Whether it’s storm surge models or hurricane warnings and watches, distributing information to the public is top priority during hurricanes or tropical storms. Local elected officials, weather service offices, the media, and County Emergency Management offices all play an integral role in keeping the public safe during severe weather. This week, Lee Jenkins examines how county emergency management help keep the public informed before, during and after a storm.
Reports of sexual assault in the military are at an all-time high. We speak with Senator Kay Hagan and the program manager with Camp Lejeune’s Sexual Assault Prevention and Response Program to find out what’s being done to assist victims and reduce military assault.
Sexual assault in the military is making national headlines.
"Not only is it shameful and disgraceful, its going to make and has made the military less effective than it can be."
A charter school serving close to 200 students in an economically depressed area of Kinston is facing closure. The North Carolina Department of Public Instruction has recommended Children‘s Village Academy’s charter be revoked because of cash flow problems and increasing school debt. Find out what Children‘s Village Academy is doing to stay open.
Native American descendants from New York state and eastern North Carolina honored their ancestors at a recent ceremony in Snow Hill. We talk about the Battle of Nooherooka fought between settlers and the Tuscarora people in the 1700’s.
Spring is finally here… the weather is getting warmer, and strawberries are almost ripe for picking. Mid to late April is usually the start of strawberry season for our area, but some fields in eastern North Carolina are still several weeks away from being ready. In addition to a late start, news that virus infected plants may cause a drop in the number of local strawberries has some worried. We spoke with strawberry growers across eastern North Carolina this week to get an idea on the success of this year’s crop.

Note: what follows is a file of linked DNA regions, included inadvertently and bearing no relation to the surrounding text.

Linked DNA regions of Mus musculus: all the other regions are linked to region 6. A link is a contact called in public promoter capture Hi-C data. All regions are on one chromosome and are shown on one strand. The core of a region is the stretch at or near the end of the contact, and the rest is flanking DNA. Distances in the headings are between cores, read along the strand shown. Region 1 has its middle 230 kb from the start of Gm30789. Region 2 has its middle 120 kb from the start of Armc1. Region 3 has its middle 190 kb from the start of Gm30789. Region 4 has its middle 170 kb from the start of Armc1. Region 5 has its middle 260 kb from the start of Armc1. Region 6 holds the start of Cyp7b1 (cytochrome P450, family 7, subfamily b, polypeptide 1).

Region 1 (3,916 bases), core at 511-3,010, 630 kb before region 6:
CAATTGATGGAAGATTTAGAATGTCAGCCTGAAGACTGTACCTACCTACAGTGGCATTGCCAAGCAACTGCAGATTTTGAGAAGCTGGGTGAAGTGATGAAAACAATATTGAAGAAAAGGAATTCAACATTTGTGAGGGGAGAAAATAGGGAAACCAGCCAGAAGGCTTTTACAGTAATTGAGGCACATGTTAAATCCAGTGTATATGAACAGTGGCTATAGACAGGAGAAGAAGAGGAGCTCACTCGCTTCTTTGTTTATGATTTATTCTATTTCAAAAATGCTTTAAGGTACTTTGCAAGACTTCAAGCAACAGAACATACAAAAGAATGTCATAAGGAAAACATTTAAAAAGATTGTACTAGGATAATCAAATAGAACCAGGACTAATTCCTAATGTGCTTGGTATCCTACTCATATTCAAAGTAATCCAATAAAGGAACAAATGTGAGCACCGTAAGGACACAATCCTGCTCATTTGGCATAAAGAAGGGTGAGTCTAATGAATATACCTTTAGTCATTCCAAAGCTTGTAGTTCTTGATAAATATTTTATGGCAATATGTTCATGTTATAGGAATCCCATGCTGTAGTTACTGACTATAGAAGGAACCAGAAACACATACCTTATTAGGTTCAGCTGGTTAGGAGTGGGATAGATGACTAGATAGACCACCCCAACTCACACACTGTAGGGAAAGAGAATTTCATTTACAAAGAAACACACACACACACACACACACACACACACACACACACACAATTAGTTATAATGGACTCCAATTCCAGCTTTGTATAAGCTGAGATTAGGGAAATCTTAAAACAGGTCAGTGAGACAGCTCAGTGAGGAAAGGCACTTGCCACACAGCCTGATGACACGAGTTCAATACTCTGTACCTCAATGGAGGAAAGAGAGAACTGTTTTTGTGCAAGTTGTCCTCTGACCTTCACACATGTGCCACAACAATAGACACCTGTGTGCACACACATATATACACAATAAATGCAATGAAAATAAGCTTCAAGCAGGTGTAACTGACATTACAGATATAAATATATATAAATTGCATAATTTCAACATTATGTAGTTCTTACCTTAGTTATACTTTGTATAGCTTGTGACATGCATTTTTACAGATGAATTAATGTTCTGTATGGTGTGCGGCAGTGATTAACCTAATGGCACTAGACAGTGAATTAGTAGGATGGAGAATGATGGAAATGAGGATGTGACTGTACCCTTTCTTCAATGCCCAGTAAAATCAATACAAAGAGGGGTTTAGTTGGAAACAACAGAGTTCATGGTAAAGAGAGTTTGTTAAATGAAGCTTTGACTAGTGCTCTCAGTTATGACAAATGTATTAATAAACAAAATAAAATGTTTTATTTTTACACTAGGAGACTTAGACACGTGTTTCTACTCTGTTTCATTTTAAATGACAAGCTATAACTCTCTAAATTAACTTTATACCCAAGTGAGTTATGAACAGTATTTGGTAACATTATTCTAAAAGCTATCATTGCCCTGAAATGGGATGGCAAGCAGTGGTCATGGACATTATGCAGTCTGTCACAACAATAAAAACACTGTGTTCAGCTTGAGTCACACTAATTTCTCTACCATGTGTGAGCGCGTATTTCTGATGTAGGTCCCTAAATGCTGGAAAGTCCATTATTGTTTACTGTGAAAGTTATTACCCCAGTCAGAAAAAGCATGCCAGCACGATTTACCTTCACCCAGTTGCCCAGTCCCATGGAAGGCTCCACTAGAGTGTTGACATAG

An unusual number of arctic birds called dovekies are turning up along the coast often injured and malnourished. We speak with a local wildlife sanctuary about this phenomenon and why the birds are dying after being rehabilitated.
It’s a sign of spring and warm weather… birds returning to eastern North Carolina after spending the winter down south. But for one species, making the journey back home has become perilous. The dovekie, a small arctic bird resembling a penguin only stands an average eight inches tall, but it makes a thousand mile journey every spring.
A feature report on the latest advancements in the treatment of strokes.
Stroke – it’s feared, its deadly, and it’s debilitating. As far as statistics are concerned, you’re more likely to have a stroke if you live in the South. In fact, stroke is the third leading cause of death in North Carolina. And our state is considered to be the ‘buckle’ of the stroke belt, which includes several states in the southeast part of the country where stroke death rates are significantly higher than the rest of the United States.
Local governments, schools and military bases are bracing for the impacts of sequestration. We explore how the series of automatic cuts will impact eastern North Carolina.
The series of automatic cuts to government spending called sequestration will total more than a trillion dollars in savings over the next 10 years. The expenses of those savings is now beginning to ripple through our area, as L.C. Morris explains.